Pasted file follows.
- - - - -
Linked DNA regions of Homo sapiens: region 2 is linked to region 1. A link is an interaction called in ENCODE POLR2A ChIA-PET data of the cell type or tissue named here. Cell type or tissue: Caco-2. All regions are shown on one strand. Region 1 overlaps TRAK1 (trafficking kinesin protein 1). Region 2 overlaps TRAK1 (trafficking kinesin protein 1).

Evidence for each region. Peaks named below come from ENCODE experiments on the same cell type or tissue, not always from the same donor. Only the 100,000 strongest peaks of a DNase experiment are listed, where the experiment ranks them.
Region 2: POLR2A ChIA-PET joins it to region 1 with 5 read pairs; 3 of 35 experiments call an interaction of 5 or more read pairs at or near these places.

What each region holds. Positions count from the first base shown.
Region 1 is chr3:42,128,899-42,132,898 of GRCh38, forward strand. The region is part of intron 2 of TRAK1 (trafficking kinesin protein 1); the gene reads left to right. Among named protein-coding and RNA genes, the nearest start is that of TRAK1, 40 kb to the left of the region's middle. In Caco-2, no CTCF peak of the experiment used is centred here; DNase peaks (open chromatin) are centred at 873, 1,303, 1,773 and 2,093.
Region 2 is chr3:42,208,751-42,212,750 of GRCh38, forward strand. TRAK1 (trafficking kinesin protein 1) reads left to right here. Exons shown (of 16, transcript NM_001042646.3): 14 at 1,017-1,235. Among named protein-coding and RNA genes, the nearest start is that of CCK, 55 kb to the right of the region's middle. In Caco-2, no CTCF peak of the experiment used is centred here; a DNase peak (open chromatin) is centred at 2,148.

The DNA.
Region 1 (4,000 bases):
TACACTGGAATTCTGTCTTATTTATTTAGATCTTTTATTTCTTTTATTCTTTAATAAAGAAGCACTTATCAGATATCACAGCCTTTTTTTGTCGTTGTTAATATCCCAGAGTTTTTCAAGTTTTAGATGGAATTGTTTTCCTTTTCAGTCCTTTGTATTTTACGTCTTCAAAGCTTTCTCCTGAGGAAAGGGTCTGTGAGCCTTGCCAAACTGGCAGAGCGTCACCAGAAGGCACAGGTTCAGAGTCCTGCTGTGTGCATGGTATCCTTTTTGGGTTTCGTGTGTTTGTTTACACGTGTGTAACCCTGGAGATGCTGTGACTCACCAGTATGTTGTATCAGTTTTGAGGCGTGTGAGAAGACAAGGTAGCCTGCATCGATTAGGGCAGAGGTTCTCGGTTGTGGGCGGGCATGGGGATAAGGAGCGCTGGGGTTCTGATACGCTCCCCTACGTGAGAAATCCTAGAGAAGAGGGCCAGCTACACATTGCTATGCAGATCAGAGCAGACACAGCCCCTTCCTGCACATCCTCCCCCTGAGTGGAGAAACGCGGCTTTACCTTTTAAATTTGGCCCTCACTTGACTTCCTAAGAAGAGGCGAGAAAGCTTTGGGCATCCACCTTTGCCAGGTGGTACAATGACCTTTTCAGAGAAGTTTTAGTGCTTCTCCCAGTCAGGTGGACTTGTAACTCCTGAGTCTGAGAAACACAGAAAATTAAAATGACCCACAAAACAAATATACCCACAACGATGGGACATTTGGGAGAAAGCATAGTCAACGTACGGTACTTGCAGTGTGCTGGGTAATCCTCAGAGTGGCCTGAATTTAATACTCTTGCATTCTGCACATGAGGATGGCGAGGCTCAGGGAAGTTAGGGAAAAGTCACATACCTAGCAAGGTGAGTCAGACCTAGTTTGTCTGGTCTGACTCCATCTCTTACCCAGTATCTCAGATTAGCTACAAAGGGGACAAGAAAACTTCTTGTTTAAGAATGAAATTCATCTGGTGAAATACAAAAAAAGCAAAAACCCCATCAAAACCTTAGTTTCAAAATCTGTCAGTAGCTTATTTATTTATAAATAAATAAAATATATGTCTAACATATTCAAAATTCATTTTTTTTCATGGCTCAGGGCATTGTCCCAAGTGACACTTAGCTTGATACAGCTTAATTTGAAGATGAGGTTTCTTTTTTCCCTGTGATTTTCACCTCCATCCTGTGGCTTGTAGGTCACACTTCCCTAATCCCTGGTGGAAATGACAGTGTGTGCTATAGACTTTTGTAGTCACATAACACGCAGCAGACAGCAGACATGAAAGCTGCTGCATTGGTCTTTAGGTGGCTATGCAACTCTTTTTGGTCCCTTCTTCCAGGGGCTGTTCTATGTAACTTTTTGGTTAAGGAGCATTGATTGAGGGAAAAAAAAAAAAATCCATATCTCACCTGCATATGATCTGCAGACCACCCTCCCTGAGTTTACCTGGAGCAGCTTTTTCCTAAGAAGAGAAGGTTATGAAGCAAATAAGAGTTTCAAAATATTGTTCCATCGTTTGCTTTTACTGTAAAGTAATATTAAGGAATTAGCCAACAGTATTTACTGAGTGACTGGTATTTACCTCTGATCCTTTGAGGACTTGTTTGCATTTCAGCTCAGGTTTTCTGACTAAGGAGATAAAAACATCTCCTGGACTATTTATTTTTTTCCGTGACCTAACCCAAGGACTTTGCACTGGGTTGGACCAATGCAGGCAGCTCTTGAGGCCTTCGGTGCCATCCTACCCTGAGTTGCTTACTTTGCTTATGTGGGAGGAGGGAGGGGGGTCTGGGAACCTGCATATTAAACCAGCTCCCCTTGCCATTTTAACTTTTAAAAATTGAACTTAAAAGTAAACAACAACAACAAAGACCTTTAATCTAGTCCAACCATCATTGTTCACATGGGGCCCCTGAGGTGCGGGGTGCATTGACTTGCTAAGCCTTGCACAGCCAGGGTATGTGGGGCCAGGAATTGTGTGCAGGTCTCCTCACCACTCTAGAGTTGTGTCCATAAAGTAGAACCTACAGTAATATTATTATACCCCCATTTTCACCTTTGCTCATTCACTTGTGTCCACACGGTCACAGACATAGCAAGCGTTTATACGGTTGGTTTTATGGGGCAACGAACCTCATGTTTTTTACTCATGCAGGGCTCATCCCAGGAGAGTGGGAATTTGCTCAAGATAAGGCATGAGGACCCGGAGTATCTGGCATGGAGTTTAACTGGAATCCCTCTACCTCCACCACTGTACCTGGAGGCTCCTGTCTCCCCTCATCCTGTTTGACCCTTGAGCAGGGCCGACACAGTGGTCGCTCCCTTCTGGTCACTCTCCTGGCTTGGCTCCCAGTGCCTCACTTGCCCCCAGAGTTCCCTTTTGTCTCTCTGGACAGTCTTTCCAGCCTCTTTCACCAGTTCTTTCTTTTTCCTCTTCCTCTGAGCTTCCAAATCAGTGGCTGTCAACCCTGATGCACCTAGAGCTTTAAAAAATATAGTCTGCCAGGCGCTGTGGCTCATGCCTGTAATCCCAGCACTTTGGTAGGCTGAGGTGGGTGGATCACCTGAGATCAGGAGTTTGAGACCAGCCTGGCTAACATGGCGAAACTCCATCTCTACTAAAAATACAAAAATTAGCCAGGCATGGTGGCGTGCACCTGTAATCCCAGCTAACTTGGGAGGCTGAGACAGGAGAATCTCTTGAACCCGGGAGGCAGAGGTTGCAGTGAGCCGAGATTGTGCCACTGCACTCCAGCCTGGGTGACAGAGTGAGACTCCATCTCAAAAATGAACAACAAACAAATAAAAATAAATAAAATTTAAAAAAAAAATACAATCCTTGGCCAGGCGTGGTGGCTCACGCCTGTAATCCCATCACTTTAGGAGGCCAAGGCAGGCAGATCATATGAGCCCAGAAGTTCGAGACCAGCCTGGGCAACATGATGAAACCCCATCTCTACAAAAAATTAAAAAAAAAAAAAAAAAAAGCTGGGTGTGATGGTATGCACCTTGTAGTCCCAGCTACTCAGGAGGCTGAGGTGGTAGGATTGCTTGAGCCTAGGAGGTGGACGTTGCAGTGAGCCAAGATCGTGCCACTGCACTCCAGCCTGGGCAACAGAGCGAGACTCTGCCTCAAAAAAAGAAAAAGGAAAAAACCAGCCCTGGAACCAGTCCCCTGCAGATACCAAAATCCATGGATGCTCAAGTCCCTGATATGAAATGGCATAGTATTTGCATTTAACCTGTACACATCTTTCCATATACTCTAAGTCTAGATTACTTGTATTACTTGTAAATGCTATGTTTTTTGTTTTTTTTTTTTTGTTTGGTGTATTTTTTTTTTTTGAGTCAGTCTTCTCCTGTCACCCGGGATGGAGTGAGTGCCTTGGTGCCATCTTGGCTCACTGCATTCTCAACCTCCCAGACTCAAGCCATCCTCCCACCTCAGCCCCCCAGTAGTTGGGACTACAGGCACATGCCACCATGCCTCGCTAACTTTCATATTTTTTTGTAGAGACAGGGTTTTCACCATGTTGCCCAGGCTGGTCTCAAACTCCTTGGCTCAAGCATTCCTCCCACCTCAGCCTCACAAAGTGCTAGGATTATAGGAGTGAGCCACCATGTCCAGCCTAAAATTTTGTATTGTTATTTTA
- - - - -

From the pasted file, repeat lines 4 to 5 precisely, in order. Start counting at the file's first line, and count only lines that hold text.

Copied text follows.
What each region holds. Positions count from the first base shown.
Region 1 is chr3:42,128,899-42,132,898 of GRCh38, forward strand. The region is part of intron 2 of TRAK1 (trafficking kinesin protein 1); the gene reads left to right. Among named protein-coding and RNA genes, the nearest start is that of TRAK1, 40 kb to the left of the region's middle. In Caco-2, no CTCF peak of the experiment used is centred here; DNase peaks (open chromatin) are centred at 873, 1,303, 1,773 and 2,093.